A rehabilitated, 68 m² artist’s studio flat with a mezzanine in a paved courtyard,
exuding an air of the 1900s, where the Vavin, Raspail and Edgar-Quinet districts meet


In a lively street in Paris 14th arrondissement, between Boulevards Montparnasse, Raspail and Edgar Quinet, at the end of a paved courtyard, just a stone’s throw from food shops and Montparnasse’s well-known brasseries. Vavin, Edgar-Quinet and Raspail underground stations are nearby as are bus routes 28, 52, 82 and 89, not to mention bike rental and car share points. Rue-Delambre, created in 1839, owes its name to French astronomer Jean-Baptiste-Delambre who was director of the Paris Observatory. It remains symbolic of the Montparnasse artistic and literary world during the late 19th, early 20th century.


The building, dating from the Louis-Philippe period, is constructed from dressed stone and topped with a zinc roof, featuring shed dormers. Its sober, elegant facade has a first floor balcony, supported on superb corbelling with triglyphs and guttae, which overhangs majestic semi-circular arched, oak wood doors with moulded panels. A balcony runs alongside the upper floor. The entrance hall provides access to a paved courtyard where old artists’ studios, dating from the early 20th century, are to be found between fig trees, bamboo and camellia bushes. This 2-storey artist’s studio flat, in pristine condition, takes up the 2nd and top floors of one of the buildings. It is reached via a flight of oak wood steps. This through flat, facing east-west, spans a floor surface area of 68 m². The front door opens into a living-dining room, spanning a floor surface area of 36 m², and its fitted, open-plan American-style kitchen. A separate toilet is also used as a laundry room. The oak wood stairway leads up to a mezzanine, spanning a floor surface area of 20 m² which is laid out as a bedroom and a study area. There is also a shower room and toilet. Numerous storage areas have been created, an atrium window illuminates the flat which could be used for a mixture of private and professional purposes. A caretaker keeps an eye on the entrance.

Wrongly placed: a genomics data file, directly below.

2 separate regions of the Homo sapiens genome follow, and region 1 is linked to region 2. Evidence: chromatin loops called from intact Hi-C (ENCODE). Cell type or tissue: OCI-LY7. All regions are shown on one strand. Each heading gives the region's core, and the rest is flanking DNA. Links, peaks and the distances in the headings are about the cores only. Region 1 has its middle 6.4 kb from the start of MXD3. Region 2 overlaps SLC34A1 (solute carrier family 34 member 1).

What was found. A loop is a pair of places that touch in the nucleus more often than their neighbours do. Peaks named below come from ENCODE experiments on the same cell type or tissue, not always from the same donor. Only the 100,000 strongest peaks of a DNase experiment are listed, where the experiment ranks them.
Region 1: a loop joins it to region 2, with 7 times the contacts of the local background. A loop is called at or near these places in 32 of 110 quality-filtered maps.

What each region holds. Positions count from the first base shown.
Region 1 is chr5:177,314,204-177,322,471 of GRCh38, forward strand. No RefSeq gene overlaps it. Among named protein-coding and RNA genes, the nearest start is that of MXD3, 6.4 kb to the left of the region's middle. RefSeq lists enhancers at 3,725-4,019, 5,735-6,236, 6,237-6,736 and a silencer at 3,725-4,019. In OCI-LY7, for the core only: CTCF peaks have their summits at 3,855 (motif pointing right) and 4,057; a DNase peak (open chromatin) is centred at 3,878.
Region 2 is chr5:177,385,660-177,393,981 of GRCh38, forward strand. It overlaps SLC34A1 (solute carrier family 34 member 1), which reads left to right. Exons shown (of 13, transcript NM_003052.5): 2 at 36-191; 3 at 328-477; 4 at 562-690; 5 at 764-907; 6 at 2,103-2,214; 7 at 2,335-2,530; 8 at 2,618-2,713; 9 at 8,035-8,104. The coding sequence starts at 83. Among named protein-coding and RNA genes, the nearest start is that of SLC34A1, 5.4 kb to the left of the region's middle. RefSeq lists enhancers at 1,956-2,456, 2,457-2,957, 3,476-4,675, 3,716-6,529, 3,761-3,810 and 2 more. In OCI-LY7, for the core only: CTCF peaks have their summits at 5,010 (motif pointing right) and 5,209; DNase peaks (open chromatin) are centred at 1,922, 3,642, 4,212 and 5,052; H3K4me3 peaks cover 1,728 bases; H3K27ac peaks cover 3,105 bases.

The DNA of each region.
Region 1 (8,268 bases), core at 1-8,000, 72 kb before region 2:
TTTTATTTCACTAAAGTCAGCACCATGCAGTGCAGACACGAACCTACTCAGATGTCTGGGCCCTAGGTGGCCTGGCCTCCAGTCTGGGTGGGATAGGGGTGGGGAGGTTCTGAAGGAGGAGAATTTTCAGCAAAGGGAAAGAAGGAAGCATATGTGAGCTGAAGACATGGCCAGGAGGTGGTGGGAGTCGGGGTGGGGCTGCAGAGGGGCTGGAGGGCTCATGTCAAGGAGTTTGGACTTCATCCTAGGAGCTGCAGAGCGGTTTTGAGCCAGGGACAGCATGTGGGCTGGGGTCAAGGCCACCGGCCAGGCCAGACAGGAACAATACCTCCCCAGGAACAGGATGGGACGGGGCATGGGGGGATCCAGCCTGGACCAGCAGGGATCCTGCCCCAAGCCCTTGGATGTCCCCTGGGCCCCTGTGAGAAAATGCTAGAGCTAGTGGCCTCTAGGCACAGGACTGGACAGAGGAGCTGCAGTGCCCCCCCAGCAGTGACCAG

The Louis-Philippe period building

The sober contour and profile of the facade evoke the architectural elegance of the 1840s. The lower level, enhanced by stone moulding, frames majestic oak wood doors, flanked on either side by moulded pilasters and Tuscan order capitals, topped with corner pieces. A stylish balcony with its wrought iron railings, decorated with friezes, crowns the entrance from the top of its corbelling with triglyphs and guttae. The openings on the upper floors are surrounded with flat, string architraves and topped with lintels, decorated with triglyphs, guttae, or featuring a keystone. Slatted wooden shutters have replaced the folding indoor shutters of the previous century. Slightly raised stone panels are to be found next to the trumeaux. The paved courtyard comprises pavilions, exuding an aura of the “Belle Époque”. These came from Paris’ 1900 Universal Exhibition and were consequently converted into artists’ studios.

The 2-storey, artist’s studio flat